The Back to 60 movement, which campaigns for justice for women affected by changes to the state pension age, continues to fight for their cause. Despite setbacks and disappointments, the movement remains determined and committed to achieving its goals.
The core issue at the heart of the Back to 60 movement is the controversial changes made to the state pension age for women born in the 1950s. These changes, implemented by the government in 2011, meant that affected women had to wait longer to receive their pension. Many of these women claim that they were not given adequate notice of the changes and were unfairly penalized as a result.
Since its inception, the Back to 60 movement has gained significant traction and support. Its members have been vocal and active, organizing protests, rallies, and legal challenges in their quest for justice. Their efforts have brought their cause to the attention of policymakers, the media, and the public.
However, the movement has faced several setbacks along the way. In 2019, the High Court ruled against the Back to 60 campaign’s legal challenge, stating that the changes to the state pension age were not discriminatory. The judge argued that while the impact on women may have been unfair, it was not unlawful.
Despite this major blow, the Back to 60 movement refused to give up. They remained steadfast in their determination to seek justice, vowing to take the case to the highest court in the land, the Supreme Court. Back to 60 founder, Joanne Welch, has repeatedly affirmed that the fight will continue until all the affected women receive their rightful state pension.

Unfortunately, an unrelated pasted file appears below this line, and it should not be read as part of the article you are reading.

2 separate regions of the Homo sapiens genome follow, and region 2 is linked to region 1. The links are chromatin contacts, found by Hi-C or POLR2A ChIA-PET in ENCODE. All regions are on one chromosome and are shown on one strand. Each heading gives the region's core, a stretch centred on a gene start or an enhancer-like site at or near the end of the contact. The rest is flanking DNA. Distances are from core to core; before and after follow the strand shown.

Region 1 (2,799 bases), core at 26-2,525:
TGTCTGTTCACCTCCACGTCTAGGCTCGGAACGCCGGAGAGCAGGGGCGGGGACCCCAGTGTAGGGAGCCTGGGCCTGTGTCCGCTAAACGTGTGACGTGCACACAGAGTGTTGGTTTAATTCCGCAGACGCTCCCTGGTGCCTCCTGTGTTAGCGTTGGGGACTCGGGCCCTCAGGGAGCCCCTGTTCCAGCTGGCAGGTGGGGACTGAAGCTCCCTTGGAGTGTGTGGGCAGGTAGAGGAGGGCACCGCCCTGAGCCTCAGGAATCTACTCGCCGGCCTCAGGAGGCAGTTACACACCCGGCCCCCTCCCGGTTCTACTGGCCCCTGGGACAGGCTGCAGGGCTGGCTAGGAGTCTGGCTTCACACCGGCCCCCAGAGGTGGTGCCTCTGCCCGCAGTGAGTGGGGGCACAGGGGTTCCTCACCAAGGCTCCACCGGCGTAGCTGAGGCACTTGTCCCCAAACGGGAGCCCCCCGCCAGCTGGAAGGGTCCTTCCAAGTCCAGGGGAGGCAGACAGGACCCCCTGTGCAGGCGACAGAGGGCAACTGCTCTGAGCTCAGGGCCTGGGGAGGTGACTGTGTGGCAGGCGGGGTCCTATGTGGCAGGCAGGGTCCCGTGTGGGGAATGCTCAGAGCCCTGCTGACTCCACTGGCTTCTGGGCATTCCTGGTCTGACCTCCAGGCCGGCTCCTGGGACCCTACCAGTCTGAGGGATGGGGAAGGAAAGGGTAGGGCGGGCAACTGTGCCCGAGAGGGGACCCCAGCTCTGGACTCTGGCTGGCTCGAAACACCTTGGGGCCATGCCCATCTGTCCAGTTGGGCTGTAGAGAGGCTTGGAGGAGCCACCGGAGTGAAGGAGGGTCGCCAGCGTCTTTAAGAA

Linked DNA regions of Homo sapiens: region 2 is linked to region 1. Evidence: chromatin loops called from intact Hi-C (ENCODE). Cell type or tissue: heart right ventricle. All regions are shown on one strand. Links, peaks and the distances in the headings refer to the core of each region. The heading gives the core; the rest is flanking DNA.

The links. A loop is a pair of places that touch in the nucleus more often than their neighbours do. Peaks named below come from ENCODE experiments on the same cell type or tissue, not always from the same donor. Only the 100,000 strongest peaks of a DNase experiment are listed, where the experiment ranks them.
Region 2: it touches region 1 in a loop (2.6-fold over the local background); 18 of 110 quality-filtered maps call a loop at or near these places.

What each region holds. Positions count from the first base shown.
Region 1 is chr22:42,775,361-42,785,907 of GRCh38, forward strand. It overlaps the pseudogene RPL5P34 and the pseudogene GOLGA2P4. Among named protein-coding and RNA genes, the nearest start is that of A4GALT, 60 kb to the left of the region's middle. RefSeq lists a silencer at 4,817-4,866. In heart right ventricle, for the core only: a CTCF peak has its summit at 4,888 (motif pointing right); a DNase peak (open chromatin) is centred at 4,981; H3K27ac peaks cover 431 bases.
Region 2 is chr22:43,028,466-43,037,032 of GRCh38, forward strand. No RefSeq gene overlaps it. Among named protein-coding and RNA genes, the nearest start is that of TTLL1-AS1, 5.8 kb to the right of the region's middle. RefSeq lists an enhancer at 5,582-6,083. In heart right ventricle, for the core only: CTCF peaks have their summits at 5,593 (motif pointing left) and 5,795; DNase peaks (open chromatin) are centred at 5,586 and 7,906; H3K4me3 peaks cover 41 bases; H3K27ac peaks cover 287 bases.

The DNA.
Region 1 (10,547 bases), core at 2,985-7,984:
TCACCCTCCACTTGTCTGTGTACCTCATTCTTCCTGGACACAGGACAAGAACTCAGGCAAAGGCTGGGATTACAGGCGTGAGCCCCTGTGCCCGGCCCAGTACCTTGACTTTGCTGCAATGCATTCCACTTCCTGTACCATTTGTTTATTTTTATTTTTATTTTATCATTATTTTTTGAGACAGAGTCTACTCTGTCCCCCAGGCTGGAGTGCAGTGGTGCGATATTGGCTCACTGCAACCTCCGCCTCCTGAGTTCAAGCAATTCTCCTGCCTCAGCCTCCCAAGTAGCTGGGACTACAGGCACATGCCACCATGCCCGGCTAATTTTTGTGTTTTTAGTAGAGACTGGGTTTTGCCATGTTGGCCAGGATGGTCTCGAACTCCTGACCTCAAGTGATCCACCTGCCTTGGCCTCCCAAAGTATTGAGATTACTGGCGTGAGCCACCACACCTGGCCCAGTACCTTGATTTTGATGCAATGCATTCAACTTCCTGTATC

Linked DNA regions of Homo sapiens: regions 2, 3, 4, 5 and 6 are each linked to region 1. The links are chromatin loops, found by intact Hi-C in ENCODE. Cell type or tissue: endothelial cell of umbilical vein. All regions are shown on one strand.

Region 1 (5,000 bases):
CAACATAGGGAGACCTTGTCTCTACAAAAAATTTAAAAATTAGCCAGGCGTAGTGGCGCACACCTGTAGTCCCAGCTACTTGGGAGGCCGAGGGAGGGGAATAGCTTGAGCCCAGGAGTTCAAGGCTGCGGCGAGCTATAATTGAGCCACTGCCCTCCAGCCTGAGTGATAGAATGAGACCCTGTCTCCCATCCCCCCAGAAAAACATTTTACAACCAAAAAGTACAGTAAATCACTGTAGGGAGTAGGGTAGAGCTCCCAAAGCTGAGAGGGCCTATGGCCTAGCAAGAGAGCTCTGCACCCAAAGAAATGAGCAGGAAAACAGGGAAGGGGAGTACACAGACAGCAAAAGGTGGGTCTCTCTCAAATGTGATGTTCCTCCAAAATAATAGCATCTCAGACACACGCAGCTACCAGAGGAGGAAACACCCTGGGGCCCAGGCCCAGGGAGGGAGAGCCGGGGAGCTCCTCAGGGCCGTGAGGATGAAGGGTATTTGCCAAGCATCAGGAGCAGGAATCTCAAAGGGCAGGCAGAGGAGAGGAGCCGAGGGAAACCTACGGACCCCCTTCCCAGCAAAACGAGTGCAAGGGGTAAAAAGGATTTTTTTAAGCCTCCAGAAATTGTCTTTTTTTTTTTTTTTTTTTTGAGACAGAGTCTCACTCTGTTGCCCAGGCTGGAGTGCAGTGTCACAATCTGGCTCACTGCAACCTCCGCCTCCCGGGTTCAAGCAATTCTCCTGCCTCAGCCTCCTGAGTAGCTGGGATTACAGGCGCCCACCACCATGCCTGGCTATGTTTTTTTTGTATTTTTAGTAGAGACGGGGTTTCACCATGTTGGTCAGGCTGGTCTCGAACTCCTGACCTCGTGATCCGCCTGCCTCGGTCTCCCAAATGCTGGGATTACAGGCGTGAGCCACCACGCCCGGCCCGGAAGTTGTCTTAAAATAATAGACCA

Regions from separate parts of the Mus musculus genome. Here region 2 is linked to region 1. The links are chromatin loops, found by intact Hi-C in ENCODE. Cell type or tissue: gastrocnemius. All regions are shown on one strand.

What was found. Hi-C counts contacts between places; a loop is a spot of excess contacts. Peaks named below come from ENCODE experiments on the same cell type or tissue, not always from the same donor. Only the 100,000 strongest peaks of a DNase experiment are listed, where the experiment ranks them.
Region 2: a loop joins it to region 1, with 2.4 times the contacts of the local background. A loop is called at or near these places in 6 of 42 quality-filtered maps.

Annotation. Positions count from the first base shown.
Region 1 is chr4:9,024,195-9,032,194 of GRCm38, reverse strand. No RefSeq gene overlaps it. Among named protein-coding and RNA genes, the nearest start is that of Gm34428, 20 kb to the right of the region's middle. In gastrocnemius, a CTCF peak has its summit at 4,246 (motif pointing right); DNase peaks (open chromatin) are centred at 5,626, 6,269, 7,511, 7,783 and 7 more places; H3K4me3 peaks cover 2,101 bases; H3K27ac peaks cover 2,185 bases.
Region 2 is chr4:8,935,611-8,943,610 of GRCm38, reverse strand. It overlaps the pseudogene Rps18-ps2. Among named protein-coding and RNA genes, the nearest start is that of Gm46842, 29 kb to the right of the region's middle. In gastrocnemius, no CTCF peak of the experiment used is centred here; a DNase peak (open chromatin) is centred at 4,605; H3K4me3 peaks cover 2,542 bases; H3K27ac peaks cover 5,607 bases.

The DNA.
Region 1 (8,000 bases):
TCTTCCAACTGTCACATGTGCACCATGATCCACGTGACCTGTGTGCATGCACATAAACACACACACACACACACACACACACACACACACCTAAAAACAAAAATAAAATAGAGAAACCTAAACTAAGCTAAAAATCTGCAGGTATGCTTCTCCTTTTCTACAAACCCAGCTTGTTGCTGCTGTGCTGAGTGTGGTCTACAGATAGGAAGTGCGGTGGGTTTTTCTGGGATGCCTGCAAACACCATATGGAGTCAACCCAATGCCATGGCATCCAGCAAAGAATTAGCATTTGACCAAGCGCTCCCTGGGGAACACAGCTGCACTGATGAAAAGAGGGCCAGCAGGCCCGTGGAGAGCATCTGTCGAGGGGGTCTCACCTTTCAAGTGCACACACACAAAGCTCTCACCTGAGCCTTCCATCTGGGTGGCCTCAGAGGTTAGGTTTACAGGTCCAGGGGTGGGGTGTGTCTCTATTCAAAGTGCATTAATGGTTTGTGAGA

In a new and significant development, the Back to 60 movement has recently secured a hearing at the Court of Appeal. The hearing, scheduled for July 21, 2021, will allow the campaign’s legal team to present their arguments once again. This opportunity is seen by the movement as a glimmer of hope, a chance to reignite the fight for justice.
The Back to 60 movement continues to gather support from individuals, organizations, and politicians who believe that these women have been treated unfairly. The Labour Party and the Scottish National Party (SNP) have both expressed their support for the campaign’s cause. They promise to address the state pension age issue if they gain power.
The impact of the changes to the state pension age cannot be underestimated. Many women have faced financial hardships and struggled to make ends meet due to the delay in receiving their pension. The Back to 60 movement argues that these women were left without adequate time to prepare for their retirement, resulting in significant financial and emotional stress.
The fight for justice led by the Back to 60 movement serves as a reminder that vulnerable groups should not be ignored or marginalized. These women, who have dedicated their lives to work and contributing to society, deserve to be heard and treated fairly. Their battle is not just for themselves but for the principles of social justice and equality.
As the Court of Appeal hearing approaches, the Back to 60 movement continues to gather momentum and support. The fight for justice is far from over, and although the path may be challenging, these determined women are refusing to back down. The movement serves as an inspiration for future campaigns and calls for a fairer society for all.